The other day, a friend of mine made a comment about an author. He wrote:
“I’ll say he’s sloppy at best when it comes to sound doctrine and theology.”
I think the first half of that thought is awesome.
I think the author he was describing is sloppy at best.
I think I’m sloppy at best.
I think you’re sloppy at best.
I think there’s not a person on the planet who isn’t sloppy at best.
The longer I’m a Christian, the more I realize how big and mysterious and boundless God is. The idea that I can remove the “sloppiness” from my limited human understanding of him is comical. The idea that, at 36 or 56 or 106, I could reach a point in my life where I have him all figured out is silly.
In anything, the Christians I know with the deepest, most mature faiths tell me, “The closer I got to God over the decades, the more I realized how very little I knew about his wonderfulness and how very desperately I needed him more than ever.”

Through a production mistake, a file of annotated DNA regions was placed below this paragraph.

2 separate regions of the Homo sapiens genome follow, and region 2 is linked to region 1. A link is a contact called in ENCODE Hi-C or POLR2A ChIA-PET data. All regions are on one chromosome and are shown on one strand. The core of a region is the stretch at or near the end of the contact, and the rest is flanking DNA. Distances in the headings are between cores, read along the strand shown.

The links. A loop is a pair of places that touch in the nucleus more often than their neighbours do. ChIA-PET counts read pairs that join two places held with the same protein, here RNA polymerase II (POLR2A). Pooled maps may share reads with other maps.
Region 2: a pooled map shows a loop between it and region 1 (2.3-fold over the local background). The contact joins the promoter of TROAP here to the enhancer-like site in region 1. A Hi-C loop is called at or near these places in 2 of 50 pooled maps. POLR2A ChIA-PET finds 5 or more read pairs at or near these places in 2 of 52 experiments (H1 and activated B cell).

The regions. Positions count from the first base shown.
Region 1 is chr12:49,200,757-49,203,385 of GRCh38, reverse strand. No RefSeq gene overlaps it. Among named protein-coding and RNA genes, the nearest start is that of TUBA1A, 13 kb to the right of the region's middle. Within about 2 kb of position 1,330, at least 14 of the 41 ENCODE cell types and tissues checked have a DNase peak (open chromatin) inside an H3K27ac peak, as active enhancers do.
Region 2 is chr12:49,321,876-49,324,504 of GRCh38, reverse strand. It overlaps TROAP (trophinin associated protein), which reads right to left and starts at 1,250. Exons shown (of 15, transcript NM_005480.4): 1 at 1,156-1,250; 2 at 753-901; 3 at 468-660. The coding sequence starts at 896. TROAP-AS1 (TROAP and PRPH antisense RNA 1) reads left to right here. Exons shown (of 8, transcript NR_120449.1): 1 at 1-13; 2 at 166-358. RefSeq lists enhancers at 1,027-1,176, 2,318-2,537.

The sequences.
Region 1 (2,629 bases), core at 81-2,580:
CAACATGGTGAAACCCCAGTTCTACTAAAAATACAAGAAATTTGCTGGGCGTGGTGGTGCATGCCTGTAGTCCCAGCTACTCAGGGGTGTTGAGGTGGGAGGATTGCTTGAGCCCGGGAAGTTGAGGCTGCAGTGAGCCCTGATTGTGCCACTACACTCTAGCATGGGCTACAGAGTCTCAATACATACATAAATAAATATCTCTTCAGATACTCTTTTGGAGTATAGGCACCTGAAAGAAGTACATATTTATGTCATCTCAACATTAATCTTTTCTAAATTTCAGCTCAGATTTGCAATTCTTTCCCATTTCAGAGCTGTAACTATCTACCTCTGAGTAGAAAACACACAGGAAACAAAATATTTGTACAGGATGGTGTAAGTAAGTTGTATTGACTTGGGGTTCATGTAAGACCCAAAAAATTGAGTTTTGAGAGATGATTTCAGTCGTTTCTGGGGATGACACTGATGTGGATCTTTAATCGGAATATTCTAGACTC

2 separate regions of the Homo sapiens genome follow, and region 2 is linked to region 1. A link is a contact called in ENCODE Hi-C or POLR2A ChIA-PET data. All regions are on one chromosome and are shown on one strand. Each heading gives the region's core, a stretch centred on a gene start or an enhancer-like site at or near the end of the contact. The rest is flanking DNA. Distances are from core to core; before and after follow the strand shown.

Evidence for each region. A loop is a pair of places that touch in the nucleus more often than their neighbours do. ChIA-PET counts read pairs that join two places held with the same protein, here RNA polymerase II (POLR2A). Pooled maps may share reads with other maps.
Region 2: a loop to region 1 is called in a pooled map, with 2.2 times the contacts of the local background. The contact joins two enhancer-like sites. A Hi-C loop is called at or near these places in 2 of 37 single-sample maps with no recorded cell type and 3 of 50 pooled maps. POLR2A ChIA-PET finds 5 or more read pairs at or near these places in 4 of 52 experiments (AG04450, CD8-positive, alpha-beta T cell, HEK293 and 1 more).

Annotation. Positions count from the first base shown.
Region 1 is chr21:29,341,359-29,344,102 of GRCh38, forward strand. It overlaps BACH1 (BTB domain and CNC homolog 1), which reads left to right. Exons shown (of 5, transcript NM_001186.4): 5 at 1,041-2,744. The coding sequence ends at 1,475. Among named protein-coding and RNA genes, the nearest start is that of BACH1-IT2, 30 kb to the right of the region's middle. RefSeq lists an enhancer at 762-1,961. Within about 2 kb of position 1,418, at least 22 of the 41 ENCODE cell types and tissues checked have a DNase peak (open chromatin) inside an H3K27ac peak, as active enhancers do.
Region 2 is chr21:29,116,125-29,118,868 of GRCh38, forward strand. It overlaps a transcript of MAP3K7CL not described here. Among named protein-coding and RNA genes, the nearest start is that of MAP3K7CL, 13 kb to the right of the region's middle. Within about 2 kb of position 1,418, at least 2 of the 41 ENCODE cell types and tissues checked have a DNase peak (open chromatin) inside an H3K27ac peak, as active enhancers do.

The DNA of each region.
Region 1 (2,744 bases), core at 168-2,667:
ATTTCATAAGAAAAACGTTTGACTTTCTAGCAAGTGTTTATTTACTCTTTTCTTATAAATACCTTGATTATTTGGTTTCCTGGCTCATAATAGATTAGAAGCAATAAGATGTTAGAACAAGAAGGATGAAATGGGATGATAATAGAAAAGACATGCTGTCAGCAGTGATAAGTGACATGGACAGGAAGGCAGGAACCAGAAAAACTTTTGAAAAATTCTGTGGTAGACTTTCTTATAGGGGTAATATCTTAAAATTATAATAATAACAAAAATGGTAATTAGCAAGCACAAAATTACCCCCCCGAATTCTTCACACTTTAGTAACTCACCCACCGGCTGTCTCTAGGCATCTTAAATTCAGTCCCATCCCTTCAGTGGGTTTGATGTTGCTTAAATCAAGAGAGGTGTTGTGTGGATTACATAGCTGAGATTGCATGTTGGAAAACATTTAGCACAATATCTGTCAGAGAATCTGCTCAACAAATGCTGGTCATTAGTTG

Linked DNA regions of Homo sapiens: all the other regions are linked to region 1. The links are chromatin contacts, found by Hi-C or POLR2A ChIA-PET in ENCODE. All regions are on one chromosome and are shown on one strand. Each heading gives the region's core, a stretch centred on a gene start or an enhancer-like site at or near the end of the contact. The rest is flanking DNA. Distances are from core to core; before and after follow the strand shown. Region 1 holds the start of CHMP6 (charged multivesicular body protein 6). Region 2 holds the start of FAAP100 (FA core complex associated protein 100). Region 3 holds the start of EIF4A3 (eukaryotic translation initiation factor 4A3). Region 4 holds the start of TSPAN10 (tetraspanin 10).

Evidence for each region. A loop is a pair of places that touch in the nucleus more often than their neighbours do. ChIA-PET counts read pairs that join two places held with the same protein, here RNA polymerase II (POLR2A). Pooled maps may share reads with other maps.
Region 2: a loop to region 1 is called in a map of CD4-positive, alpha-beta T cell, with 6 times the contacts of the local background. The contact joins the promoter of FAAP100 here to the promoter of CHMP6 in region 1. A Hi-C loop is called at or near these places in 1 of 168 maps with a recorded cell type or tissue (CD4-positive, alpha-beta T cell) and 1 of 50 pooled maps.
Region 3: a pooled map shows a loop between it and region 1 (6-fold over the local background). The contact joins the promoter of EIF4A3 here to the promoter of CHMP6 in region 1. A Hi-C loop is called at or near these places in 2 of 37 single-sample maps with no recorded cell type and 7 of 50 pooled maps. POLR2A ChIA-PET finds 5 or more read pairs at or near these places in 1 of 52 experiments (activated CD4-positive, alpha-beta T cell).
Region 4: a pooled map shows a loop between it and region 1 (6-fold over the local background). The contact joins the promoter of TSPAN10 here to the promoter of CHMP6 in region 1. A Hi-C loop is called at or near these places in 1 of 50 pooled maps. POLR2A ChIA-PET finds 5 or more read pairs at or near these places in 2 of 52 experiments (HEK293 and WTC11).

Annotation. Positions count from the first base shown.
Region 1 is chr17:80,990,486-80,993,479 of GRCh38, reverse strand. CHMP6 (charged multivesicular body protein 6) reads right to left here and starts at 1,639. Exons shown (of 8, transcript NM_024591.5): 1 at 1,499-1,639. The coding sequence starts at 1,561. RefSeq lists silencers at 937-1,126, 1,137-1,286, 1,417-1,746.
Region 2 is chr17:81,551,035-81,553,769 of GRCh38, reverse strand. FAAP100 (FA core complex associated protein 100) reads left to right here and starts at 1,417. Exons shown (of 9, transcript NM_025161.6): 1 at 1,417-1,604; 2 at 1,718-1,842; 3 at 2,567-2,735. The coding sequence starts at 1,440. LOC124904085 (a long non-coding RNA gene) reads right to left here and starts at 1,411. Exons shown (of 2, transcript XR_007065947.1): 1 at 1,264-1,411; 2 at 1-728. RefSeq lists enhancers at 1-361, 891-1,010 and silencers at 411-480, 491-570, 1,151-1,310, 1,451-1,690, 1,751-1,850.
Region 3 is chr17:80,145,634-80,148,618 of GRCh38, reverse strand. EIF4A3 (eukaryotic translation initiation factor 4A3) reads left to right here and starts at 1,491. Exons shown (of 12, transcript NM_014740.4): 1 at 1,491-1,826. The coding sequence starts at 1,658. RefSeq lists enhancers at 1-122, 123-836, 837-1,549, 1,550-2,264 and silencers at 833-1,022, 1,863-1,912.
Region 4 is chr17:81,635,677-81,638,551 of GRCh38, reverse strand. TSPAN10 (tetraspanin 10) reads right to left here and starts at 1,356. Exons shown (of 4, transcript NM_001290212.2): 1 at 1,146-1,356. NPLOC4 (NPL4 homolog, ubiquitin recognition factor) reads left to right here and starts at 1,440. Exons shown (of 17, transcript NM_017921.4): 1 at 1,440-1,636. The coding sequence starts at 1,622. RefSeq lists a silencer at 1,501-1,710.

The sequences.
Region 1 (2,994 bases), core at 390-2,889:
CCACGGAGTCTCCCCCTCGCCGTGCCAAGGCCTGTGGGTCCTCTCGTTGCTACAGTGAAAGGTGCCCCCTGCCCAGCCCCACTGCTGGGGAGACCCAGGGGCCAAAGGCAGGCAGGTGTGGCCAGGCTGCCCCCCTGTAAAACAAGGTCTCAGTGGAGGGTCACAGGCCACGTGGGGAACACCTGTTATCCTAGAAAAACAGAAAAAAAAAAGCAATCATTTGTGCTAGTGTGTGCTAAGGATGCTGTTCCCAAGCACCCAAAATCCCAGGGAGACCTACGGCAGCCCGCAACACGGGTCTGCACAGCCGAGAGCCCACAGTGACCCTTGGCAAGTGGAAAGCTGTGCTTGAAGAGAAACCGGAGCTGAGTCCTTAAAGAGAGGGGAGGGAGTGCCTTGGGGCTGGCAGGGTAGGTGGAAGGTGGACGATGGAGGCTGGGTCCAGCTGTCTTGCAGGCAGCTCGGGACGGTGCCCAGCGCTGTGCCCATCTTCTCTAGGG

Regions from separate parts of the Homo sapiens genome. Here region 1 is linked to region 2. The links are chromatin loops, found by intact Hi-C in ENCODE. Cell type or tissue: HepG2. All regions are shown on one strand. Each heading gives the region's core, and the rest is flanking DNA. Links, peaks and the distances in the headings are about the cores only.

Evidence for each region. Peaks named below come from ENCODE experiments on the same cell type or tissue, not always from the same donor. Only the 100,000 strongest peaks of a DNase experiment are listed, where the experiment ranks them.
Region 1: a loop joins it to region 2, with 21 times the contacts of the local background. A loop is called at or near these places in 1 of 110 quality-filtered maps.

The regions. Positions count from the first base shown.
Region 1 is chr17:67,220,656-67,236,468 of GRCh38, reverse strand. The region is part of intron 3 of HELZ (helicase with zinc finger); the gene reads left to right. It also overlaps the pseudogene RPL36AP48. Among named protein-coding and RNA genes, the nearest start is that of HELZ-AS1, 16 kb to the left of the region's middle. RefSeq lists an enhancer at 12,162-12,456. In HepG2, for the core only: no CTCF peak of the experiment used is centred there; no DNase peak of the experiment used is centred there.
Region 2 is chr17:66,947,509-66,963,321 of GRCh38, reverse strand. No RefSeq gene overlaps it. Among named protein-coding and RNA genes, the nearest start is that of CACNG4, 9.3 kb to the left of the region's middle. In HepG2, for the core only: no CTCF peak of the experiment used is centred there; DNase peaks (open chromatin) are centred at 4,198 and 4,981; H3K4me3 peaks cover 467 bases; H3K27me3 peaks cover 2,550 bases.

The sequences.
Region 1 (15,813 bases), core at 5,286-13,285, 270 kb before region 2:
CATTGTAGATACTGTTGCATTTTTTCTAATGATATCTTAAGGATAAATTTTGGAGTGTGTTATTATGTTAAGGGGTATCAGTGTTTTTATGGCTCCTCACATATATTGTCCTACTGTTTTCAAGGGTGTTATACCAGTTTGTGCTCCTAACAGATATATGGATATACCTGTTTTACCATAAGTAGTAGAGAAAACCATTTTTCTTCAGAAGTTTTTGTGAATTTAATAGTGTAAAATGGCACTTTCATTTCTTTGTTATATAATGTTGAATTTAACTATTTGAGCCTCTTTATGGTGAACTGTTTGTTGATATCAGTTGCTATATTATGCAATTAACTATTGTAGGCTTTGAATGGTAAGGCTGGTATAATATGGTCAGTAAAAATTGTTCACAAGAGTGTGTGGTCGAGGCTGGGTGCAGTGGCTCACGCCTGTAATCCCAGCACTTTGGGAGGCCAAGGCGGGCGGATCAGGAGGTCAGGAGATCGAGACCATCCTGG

The fear in admitting faith is sloppy is that you’ll lose all sense of truth, and everything will become relative. As if admitting you haven’t figured God out completely is a single step away from “All religions basically say the same thing. God is too big to figure out so let’s not even try. Anything goes.”
But the more we fear that extreme example and refuse to have sloppy discussions, the more we invite something poisonous into our faith – arrogance.
My friend might not have had that in his words. But others do when they draw manmade boundaries around a boundless God.